GET /jobs                 - Returns all jobs 
GET /jobs/:jobId          - Returns a particular job
POST /jobs/:jobId/view    - 🔥 Logs a job view 

This tremendously simplifies the code paths for both logging a job view and retrieving a particular job.

We can improve the design even further by extracting the functionality to see recommended jobs from within it's own /jobs/recommendations API.

GET /jobs                     - Returns all jobs 
GET /jobs/:jobId              - Returns a particular job
POST /jobs/:jobId/view        - Logs a job view
GET /jobs/recommendations     - 🔥Returns my personal job recommendations 
                                  (used by JobSeekers only)

Usage of this API from the UI would mean that everytime we perform a GetJobById QUERY, we accompany that with a LogJobView COMMAND.

This way, we have two separate code paths: one for changing the system and for pulling data out of the system. We can rest safely knowing that if we change anything with regards to QUERY-ing, it won't break anything in regards to how we execute COMMANDs, and vice-versa.

Violation of the principle at the code level

Consider you wrote the following postComment method in a Comment Moderation System.

commentRepo.ts
interface Comment {
  name: string;
  url: string;
  content: string;
  id: string;
}

class CommentRepo {
  ...
  postComment (name: string, url: string, content: string): Promise<Comment> {
    const CommentSequelizeModel = this.models.Comment;

    // Post comment
    const comment = await CommentSequelizeModel.create({ name, url, content });
    return CommentMap.toDomain(comment); // with commentId on it
  }
}

First of all, take a look at method signature:

postComment (name: string, url: string, content: string): Promise<Comment>

The name implies that the operation will be a COMMAND, but it returns a value as well, violating the principle.

Perhaps returning the Comment created can be justified. Assume a CommentService exists, and in order to craft a Slack channel message notifying us of a new comment, we needed the commentId of the newly created Comment returned from the CommentRepo's postComment method.

commentService.ts
class CommentService {
  ...
  async postCommentAndPostToSlack (name: string, url: string, content: string) {
    const comment = await this.commentRepo.postComment(name, url, content);

    // Needs comment.commentId in order to craft the message.

    this.slackService.sendMessage(`
      New comment posted:
        => Name: ${name}
        => Url: ${url}/commentId/${comment.id}
        => Content: ${content}
    `)
  }
}

So then...

What's wrong with this code?

  • While the CommentRepo method is deceptively named postComment, it's not only responsible for posting the comment, but also for retrieving the comment that was posted. Developers reading the method signature might get confused as to the single responsibility of this method. QUERY capability should be delegated to a new method, perhaps getComment(commentId: string).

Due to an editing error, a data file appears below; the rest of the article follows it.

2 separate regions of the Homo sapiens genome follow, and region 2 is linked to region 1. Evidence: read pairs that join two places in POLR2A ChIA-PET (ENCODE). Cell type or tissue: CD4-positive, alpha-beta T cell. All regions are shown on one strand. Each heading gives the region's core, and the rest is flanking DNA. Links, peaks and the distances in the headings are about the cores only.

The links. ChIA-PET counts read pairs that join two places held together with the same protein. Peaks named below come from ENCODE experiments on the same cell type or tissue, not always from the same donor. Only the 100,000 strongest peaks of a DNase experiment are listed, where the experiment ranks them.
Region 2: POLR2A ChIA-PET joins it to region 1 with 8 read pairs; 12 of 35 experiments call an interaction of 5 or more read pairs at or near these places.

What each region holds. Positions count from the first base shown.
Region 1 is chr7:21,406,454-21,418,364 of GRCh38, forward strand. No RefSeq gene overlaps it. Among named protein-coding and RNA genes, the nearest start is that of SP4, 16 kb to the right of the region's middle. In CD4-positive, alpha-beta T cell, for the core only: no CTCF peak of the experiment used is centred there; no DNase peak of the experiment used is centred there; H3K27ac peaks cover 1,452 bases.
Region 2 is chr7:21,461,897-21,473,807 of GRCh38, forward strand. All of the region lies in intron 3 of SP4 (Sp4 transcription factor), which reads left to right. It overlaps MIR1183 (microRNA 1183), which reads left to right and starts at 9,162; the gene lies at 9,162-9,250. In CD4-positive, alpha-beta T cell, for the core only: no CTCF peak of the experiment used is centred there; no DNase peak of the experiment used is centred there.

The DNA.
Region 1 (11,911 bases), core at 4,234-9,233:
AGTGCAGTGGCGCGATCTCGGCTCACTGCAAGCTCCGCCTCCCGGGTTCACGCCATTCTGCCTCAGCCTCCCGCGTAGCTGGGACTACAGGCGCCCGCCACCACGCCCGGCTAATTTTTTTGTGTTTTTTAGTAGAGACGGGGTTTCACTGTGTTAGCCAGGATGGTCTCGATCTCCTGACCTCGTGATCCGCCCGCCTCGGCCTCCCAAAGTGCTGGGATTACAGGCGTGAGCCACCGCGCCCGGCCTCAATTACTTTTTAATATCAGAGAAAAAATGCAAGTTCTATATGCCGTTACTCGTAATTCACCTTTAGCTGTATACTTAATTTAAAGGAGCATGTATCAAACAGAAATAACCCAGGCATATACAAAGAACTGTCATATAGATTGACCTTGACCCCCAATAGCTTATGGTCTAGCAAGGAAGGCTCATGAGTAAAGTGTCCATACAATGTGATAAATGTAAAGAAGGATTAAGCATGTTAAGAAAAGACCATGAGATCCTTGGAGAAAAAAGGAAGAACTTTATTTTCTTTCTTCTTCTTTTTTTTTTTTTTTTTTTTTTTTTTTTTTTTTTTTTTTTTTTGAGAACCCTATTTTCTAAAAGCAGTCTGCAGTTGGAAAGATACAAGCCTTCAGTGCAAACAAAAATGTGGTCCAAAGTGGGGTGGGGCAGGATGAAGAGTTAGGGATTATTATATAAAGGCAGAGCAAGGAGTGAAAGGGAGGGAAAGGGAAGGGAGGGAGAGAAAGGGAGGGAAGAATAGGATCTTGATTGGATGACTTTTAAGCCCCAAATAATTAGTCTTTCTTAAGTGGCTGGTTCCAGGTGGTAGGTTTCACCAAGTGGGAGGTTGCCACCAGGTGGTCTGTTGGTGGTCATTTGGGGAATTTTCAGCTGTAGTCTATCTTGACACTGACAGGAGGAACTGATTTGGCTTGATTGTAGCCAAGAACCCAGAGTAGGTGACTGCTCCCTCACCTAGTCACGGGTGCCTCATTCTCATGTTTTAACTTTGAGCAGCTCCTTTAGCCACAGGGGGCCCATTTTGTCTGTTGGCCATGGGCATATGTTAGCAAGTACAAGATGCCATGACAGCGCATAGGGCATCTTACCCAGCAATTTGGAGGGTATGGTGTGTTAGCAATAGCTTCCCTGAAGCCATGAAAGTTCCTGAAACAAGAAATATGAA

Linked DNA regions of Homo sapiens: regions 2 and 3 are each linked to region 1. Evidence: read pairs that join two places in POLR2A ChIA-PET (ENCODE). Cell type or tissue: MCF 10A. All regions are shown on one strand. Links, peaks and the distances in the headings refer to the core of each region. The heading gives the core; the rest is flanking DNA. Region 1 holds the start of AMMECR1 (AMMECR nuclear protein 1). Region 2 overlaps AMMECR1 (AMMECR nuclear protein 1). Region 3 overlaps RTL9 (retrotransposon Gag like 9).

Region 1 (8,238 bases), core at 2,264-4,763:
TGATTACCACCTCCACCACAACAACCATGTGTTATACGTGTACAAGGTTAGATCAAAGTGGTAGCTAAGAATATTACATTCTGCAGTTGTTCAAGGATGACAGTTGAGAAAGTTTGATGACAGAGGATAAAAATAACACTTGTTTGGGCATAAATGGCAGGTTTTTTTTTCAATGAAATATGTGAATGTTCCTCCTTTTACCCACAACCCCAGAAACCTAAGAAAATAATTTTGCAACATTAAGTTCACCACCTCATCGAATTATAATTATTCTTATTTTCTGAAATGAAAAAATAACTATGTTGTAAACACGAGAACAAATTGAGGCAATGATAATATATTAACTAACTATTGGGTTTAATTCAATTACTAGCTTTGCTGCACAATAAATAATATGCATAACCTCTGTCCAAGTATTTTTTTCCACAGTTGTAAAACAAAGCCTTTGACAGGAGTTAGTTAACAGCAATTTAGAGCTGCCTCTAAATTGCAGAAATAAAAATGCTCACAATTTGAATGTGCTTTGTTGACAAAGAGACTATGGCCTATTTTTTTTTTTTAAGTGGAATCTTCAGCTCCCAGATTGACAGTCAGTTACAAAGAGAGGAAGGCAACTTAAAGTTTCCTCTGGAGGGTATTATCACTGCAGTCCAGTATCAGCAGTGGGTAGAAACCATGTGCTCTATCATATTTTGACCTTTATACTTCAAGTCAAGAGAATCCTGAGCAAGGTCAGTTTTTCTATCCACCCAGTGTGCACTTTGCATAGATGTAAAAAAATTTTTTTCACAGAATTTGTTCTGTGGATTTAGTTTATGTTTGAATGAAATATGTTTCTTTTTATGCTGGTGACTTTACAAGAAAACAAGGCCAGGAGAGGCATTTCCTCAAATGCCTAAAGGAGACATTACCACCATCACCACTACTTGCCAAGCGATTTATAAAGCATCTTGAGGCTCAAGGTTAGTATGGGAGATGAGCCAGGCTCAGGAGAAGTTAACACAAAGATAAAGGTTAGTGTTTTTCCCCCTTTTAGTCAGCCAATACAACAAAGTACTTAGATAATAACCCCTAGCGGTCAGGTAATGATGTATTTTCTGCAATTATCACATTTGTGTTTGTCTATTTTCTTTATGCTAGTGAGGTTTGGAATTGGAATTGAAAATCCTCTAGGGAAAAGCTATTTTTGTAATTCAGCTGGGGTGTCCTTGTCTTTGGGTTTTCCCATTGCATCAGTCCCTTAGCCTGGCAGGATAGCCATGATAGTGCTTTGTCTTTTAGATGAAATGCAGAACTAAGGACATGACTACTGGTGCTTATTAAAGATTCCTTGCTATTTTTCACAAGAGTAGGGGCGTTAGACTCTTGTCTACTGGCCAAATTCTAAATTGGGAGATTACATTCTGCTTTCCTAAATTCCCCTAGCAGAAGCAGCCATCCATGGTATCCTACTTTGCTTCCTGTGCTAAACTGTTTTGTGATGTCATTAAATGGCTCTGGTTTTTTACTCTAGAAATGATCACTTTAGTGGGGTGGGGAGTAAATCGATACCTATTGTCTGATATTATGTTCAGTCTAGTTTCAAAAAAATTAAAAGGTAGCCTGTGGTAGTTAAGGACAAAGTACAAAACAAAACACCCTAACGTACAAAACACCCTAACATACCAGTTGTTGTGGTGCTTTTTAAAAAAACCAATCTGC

• There's an issue in not generating the id for the Comment from within the domain layer, but leaving it up to the persistence layer (Sequelize) as shown here. That can lead to blatant violation of the principle in order to know the identifier of the Entity just saved to the database. That poor design forces calling code executing a COMMAND to not only know if the COMMAND succeeded or failed, but also forces the COMMAND to return the value if successful.

Fixing it

In addition to switching to creating the entire Comment domain model from within the Domain Layer (using Value Objects and Entities containing the UUID identifier), we can segregate the COMMAND from the QUERY aspect of the postComment method by introducing a new method, getComment.

commentRepo.ts
class CommentRepo {
  ...
  postComment (comment: Comment): Promise<void> {
    const CommentSequelizeModel = this.models.Comment;
    // Post comment
    await CommentSequelizeModel.create(comment);
    return;
  }

  getComment (commentId: CommentId): Promse<Comment> {
    const CommentSequelizeModel = this.models.Comment;
    const createQuery = this.createQuery();
    createQuery.where['comment_id'] = commentId.id.tostring();
    const comment = await CommentSequelizeModel.findOne();
    return CommentMap.toDomain(comment)
  }
}

And now, from CommentService, we should be able to send the Slack message without relying on the return value from a COMMAND.

commentService.ts
class CommentService {
  ...
  async postCommentAndPostToSlack (name: string, url: string, content: string) {